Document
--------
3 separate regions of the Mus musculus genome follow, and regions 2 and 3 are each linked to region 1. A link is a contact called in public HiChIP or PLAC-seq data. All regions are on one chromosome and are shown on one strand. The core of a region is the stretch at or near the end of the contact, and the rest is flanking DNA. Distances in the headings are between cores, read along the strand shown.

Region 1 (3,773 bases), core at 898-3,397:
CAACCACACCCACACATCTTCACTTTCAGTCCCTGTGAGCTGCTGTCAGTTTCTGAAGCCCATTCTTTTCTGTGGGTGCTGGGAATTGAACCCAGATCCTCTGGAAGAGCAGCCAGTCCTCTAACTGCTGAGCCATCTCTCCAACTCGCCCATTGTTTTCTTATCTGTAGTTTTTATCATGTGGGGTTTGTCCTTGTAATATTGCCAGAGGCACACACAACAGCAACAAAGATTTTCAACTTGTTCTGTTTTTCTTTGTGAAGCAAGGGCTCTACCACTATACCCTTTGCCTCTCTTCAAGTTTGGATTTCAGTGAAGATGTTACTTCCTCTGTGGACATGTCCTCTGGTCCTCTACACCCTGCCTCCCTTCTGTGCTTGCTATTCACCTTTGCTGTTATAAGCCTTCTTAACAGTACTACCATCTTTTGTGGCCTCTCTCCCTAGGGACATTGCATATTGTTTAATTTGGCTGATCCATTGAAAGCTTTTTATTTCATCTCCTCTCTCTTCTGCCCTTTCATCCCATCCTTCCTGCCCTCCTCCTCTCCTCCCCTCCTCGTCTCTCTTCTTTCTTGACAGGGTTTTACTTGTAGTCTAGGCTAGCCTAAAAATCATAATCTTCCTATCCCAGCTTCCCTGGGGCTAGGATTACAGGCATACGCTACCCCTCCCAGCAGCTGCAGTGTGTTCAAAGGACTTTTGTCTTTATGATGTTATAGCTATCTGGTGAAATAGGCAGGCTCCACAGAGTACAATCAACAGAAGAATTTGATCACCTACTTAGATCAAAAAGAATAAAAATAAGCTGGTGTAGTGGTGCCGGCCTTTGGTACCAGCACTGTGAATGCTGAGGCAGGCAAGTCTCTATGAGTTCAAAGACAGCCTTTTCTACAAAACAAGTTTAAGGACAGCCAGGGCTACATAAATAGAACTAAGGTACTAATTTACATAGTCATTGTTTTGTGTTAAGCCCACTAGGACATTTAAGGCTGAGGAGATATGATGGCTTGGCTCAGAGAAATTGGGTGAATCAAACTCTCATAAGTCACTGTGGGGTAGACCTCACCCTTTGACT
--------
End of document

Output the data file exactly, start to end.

3 separate regions of the Mus musculus genome follow, and regions 2 and 3 are each linked to region 1. A link is a contact called in public HiChIP or PLAC-seq data. All regions are on one chromosome and are shown on one strand. The core of a region is the stretch at or near the end of the contact, and the rest is flanking DNA. Distances in the headings are between cores, read along the strand shown.

Region 1 (3,773 bases), core at 898-3,397:
CAACCACACCCACACATCTTCACTTTCAGTCCCTGTGAGCTGCTGTCAGTTTCTGAAGCCCATTCTTTTCTGTGGGTGCTGGGAATTGAACCCAGATCCTCTGGAAGAGCAGCCAGTCCTCTAACTGCTGAGCCATCTCTCCAACTCGCCCATTGTTTTCTTATCTGTAGTTTTTATCATGTGGGGTTTGTCCTTGTAATATTGCCAGAGGCACACACAACAGCAACAAAGATTTTCAACTTGTTCTGTTTTTCTTTGTGAAGCAAGGGCTCTACCACTATACCCTTTGCCTCTCTTCAAGTTTGGATTTCAGTGAAGATGTTACTTCCTCTGTGGACATGTCCTCTGGTCCTCTACACCCTGCCTCCCTTCTGTGCTTGCTATTCACCTTTGCTGTTATAAGCCTTCTTAACAGTACTACCATCTTTTGTGGCCTCTCTCCCTAGGGACATTGCATATTGTTTAATTTGGCTGATCCATTGAAAGCTTTTTATTTCATCTCCTCTCTCTTCTGCCCTTTCATCCCATCCTTCCTGCCCTCCTCCTCTCCTCCCCTCCTCGTCTCTCTTCTTTCTTGACAGGGTTTTACTTGTAGTCTAGGCTAGCCTAAAAATCATAATCTTCCTATCCCAGCTTCCCTGGGGCTAGGATTACAGGCATACGCTACCCCTCCCAGCAGCTGCAGTGTGTTCAAAGGACTTTTGTCTTTATGATGTTATAGCTATCTGGTGAAATAGGCAGGCTCCACAGAGTACAATCAACAGAAGAATTTGATCACCTACTTAGATCAAAAAGAATAAAAATAAGCTGGTGTAGTGGTGCCGGCCTTTGGTACCAGCACTGTGAATGCTGAGGCAGGCAAGTCTCTATGAGTTCAAAGACAGCCTTTTCTACAAAACAAGTTTAAGGACAGCCAGGGCTACATAAATAGAACTAAGGTACTAATTTACATAGTCATTGTTTTGTGTTAAGCCCACTAGGACATTTAAGGCTGAGGAGATATGATGGCTTGGCTCAGAGAAATTGGGTGAATCAAACTCTCATAAGTCACTGTGGGGTAGACCTCACCCTTTGACT